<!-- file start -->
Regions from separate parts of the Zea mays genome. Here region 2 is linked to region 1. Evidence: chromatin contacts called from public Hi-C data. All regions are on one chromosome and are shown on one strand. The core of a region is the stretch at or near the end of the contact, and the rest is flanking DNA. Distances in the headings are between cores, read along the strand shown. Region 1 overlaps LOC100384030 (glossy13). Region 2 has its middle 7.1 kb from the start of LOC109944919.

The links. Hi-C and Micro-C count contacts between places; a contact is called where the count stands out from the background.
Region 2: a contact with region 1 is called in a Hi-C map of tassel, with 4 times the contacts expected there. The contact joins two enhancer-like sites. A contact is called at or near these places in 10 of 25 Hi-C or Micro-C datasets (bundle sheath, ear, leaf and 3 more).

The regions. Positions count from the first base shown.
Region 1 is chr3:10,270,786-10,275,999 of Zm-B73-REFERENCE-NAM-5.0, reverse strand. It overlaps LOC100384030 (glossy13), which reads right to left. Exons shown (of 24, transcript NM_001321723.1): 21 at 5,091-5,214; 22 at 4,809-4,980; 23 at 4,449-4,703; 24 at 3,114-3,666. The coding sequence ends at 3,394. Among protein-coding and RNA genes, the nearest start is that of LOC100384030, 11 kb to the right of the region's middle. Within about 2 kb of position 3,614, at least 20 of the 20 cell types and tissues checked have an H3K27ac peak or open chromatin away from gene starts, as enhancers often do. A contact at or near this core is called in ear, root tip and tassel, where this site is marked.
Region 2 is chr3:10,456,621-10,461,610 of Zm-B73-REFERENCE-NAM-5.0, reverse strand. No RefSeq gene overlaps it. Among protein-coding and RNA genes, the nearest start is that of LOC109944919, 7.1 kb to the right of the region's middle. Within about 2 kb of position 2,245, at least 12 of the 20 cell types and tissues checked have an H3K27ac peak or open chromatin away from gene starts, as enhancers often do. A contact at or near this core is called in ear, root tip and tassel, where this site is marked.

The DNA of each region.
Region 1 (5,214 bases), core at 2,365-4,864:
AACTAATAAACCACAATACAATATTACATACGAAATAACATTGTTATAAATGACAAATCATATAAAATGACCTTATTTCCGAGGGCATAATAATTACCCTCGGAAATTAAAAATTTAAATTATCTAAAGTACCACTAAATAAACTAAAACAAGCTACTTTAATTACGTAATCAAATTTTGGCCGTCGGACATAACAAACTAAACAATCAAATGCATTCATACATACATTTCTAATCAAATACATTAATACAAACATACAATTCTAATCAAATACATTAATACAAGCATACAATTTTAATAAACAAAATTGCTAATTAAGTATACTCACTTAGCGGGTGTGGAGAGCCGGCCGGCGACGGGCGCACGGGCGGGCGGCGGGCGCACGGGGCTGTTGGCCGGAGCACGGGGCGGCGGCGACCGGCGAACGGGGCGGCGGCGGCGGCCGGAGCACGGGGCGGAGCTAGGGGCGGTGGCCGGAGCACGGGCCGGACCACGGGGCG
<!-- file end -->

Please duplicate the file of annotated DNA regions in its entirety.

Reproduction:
Regions from separate parts of the Zea mays genome. Here region 2 is linked to region 1. Evidence: chromatin contacts called from public Hi-C data. All regions are on one chromosome and are shown on one strand. The core of a region is the stretch at or near the end of the contact, and the rest is flanking DNA. Distances in the headings are between cores, read along the strand shown. Region 1 overlaps LOC100384030 (glossy13). Region 2 has its middle 7.1 kb from the start of LOC109944919.

The links. Hi-C and Micro-C count contacts between places; a contact is called where the count stands out from the background.
Region 2: a contact with region 1 is called in a Hi-C map of tassel, with 4 times the contacts expected there. The contact joins two enhancer-like sites. A contact is called at or near these places in 10 of 25 Hi-C or Micro-C datasets (bundle sheath, ear, leaf and 3 more).

The regions. Positions count from the first base shown.
Region 1 is chr3:10,270,786-10,275,999 of Zm-B73-REFERENCE-NAM-5.0, reverse strand. It overlaps LOC100384030 (glossy13), which reads right to left. Exons shown (of 24, transcript NM_001321723.1): 21 at 5,091-5,214; 22 at 4,809-4,980; 23 at 4,449-4,703; 24 at 3,114-3,666. The coding sequence ends at 3,394. Among protein-coding and RNA genes, the nearest start is that of LOC100384030, 11 kb to the right of the region's middle. Within about 2 kb of position 3,614, at least 20 of the 20 cell types and tissues checked have an H3K27ac peak or open chromatin away from gene starts, as enhancers often do. A contact at or near this core is called in ear, root tip and tassel, where this site is marked.
Region 2 is chr3:10,456,621-10,461,610 of Zm-B73-REFERENCE-NAM-5.0, reverse strand. No RefSeq gene overlaps it. Among protein-coding and RNA genes, the nearest start is that of LOC109944919, 7.1 kb to the right of the region's middle. Within about 2 kb of position 2,245, at least 12 of the 20 cell types and tissues checked have an H3K27ac peak or open chromatin away from gene starts, as enhancers often do. A contact at or near this core is called in ear, root tip and tassel, where this site is marked.

The DNA of each region.
Region 1 (5,214 bases), core at 2,365-4,864:
AACTAATAAACCACAATACAATATTACATACGAAATAACATTGTTATAAATGACAAATCATATAAAATGACCTTATTTCCGAGGGCATAATAATTACCCTCGGAAATTAAAAATTTAAATTATCTAAAGTACCACTAAATAAACTAAAACAAGCTACTTTAATTACGTAATCAAATTTTGGCCGTCGGACATAACAAACTAAACAATCAAATGCATTCATACATACATTTCTAATCAAATACATTAATACAAACATACAATTCTAATCAAATACATTAATACAAGCATACAATTTTAATAAACAAAATTGCTAATTAAGTATACTCACTTAGCGGGTGTGGAGAGCCGGCCGGCGACGGGCGCACGGGCGGGCGGCGGGCGCACGGGGCTGTTGGCCGGAGCACGGGGCGGCGGCGACCGGCGAACGGGGCGGCGGCGGCGGCCGGAGCACGGGGCGGAGCTAGGGGCGGTGGCCGGAGCACGGGCCGGACCACGGGGCG